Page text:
ACT ‘super scoring’ a puzzling practice

Community Columnist

The issue of “super scoring” seems to create a great deal of confusion among college applicants. Super scoring is the practice of combining students’ best SAT or ACT scores and reporting the highest combined scores on college applications.

For example, a student takes the SATs twice, the first time scoring a 600 on critical reading, 650 on math and 550 on writing, for a composite SAT test score of 1800.

The second time the student takes the test, he scores a 650 on critical reading, 600 math, and 600 on writing, for a composite score of 1850.

By super scoring, the student can take the highest score from each test date ( 650 Critical Reading, 650 Math and 600 Writing) for a combined composite super score of 1900. The College Board and most college admissions officers have accepted this practice for the SATs.

In fact, there is even a section on the Common Application where applicants can super score their tests.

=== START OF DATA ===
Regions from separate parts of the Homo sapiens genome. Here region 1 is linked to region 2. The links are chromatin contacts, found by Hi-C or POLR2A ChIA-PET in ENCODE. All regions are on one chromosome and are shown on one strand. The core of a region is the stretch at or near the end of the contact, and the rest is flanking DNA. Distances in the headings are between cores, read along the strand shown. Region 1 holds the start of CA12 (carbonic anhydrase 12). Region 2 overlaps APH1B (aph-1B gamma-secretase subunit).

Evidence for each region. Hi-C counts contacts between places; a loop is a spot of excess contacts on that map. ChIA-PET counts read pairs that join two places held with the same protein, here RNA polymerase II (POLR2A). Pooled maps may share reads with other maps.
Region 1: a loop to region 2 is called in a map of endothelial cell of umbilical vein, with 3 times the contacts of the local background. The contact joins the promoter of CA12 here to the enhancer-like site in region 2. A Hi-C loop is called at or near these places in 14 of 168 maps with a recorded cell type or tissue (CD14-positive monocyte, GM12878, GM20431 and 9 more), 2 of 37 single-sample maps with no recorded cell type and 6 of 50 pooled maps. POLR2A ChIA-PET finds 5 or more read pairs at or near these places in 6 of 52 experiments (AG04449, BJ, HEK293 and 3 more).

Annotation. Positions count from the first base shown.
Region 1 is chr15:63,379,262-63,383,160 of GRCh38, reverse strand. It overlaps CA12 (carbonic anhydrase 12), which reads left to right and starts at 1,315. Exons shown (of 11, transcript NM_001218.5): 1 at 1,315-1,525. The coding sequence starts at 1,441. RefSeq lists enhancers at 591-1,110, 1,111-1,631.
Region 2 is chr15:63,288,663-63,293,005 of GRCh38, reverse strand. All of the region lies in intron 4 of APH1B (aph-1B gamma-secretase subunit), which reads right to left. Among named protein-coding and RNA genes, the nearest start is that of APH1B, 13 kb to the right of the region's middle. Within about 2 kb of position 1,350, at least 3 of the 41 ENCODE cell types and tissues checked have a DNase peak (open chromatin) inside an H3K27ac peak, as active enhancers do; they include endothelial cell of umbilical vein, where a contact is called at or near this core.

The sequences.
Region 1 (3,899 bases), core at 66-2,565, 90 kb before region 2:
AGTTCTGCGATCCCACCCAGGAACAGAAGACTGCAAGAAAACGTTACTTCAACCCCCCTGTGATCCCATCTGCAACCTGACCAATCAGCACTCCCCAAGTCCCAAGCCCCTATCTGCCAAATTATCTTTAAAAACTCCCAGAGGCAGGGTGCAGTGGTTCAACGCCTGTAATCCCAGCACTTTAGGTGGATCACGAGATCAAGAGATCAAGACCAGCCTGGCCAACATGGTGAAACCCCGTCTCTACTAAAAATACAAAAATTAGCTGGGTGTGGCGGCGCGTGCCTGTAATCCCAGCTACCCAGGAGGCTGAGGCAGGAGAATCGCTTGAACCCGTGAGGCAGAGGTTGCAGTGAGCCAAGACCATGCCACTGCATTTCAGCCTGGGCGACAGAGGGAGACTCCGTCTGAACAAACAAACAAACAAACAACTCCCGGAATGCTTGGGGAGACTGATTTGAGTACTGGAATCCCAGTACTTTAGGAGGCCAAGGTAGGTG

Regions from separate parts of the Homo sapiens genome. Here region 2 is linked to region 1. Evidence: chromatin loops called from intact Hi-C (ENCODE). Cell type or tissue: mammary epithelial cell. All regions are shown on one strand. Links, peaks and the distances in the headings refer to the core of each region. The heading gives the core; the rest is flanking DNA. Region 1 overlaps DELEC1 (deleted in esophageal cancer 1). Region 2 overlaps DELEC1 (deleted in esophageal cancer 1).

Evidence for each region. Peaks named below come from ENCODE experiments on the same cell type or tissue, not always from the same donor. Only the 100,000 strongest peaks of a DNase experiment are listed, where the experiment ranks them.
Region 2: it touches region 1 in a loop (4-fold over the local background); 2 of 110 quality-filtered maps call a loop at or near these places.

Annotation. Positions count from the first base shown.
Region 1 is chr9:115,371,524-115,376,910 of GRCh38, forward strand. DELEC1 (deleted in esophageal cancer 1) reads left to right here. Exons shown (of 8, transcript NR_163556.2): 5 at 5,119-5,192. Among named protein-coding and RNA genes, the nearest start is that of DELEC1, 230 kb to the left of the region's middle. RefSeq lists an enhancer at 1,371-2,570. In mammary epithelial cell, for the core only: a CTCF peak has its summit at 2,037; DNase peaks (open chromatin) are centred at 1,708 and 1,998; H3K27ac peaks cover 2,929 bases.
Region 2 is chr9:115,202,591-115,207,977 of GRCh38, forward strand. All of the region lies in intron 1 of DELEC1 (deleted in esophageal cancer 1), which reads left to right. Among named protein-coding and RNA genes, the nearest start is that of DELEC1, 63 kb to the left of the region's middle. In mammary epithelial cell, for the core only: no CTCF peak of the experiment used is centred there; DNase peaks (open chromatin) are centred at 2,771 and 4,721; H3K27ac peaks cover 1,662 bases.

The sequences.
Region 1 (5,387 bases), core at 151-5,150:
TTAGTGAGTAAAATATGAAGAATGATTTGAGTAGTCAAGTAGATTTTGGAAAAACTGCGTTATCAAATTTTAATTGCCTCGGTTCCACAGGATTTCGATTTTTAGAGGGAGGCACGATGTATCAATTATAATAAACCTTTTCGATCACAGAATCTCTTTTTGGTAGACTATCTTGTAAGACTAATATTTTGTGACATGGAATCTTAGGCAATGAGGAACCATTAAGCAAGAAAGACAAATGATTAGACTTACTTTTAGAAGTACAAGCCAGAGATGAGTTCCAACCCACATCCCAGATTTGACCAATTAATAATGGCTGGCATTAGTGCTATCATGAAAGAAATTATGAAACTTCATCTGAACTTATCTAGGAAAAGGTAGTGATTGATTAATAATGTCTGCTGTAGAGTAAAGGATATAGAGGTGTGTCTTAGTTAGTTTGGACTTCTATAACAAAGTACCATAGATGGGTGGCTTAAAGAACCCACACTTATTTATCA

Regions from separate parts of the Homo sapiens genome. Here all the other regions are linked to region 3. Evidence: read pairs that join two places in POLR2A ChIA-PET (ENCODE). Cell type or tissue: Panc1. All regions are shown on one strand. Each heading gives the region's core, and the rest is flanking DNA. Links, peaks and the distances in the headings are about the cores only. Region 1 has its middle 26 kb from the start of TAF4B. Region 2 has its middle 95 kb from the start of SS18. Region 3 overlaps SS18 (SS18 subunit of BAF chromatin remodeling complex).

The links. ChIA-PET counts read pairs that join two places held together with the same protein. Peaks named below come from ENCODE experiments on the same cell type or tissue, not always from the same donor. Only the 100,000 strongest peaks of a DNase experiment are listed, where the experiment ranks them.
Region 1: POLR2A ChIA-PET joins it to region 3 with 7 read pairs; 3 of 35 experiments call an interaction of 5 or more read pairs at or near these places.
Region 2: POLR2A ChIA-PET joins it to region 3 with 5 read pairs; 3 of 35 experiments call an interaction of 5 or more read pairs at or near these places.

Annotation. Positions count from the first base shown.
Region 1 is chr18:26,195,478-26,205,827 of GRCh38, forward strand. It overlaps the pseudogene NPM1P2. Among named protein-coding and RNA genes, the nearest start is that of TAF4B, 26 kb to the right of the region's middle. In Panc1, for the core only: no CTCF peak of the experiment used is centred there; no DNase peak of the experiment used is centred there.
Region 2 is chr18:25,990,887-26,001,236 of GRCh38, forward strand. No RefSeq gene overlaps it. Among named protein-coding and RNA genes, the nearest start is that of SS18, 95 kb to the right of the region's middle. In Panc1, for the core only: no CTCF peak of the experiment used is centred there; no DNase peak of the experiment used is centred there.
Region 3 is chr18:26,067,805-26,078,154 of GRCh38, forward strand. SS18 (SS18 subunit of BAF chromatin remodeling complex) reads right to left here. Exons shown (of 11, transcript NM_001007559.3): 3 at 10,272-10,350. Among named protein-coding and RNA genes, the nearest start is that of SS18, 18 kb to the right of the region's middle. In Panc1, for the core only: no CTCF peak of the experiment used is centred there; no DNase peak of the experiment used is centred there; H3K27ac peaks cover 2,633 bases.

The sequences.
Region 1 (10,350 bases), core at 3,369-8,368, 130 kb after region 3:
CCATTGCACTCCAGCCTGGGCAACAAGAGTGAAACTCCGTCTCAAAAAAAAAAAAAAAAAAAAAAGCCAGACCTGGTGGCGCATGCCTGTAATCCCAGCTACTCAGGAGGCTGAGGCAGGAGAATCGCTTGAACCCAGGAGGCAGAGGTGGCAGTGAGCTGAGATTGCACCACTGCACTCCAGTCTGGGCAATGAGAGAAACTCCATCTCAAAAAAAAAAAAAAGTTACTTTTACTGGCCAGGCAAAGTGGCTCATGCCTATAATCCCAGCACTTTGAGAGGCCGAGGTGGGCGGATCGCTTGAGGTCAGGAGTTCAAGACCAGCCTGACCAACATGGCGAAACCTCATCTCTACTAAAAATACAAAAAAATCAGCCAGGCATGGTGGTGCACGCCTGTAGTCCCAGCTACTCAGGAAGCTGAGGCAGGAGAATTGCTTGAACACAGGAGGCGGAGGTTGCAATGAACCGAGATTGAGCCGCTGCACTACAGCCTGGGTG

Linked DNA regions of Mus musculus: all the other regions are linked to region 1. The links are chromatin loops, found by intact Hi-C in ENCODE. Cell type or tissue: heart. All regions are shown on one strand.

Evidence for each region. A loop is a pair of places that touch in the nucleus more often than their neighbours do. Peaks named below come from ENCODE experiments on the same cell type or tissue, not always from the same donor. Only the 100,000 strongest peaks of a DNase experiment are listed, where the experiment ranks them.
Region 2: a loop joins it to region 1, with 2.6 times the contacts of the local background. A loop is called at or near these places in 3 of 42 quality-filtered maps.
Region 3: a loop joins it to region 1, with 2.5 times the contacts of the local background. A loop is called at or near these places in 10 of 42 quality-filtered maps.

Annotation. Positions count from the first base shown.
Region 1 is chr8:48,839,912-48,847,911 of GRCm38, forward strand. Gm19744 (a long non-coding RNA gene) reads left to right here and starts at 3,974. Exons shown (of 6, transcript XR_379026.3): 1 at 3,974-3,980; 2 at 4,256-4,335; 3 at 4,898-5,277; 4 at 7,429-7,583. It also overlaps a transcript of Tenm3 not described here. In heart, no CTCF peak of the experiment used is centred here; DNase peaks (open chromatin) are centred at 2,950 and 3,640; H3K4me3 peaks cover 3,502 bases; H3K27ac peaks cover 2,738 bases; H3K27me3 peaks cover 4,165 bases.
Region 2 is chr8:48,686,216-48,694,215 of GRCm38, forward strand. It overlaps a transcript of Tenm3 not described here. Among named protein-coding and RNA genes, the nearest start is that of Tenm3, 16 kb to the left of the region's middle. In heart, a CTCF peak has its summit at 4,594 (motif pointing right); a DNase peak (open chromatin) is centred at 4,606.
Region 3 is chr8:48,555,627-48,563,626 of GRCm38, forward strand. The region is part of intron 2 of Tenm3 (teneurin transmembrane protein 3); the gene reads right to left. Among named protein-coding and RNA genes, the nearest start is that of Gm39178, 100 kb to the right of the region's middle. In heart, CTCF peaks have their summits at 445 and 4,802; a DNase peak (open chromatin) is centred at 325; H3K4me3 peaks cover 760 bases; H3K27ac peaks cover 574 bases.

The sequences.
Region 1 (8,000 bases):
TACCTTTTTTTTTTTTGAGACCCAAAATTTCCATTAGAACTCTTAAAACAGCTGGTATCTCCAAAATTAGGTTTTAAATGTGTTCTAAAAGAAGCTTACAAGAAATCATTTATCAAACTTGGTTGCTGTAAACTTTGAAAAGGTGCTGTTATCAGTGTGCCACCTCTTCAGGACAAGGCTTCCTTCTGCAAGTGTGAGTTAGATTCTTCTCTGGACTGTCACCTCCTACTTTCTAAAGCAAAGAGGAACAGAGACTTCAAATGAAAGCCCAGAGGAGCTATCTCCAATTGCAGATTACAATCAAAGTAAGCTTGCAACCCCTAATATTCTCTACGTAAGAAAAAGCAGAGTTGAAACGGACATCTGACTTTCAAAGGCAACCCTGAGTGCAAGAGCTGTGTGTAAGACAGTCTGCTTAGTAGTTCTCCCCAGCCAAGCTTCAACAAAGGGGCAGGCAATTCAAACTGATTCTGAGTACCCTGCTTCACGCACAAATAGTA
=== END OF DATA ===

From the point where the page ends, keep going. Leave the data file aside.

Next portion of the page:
Where the confusion arises, I believe, is with the ACTs. Like the SATs, when super scoring, a college takes the highest score from various test dates and gets a new higher score.

While most colleges accept the practice of super scoring the SATs, this is not the case with the ACTs. A relatively short list of colleges super score the ACTs.

An applicant submitting ACTs should not assume the school super scores the ACTs and should contact the college admissions office directly and inquire about each school’s practices.

Maria Badami is a college consultant with College Directions CNY, located at 7030 East Genesee St., in Fayetteville. She can be reached at collegedirectionscny@gmail.com or through collegedirectionscny.com.

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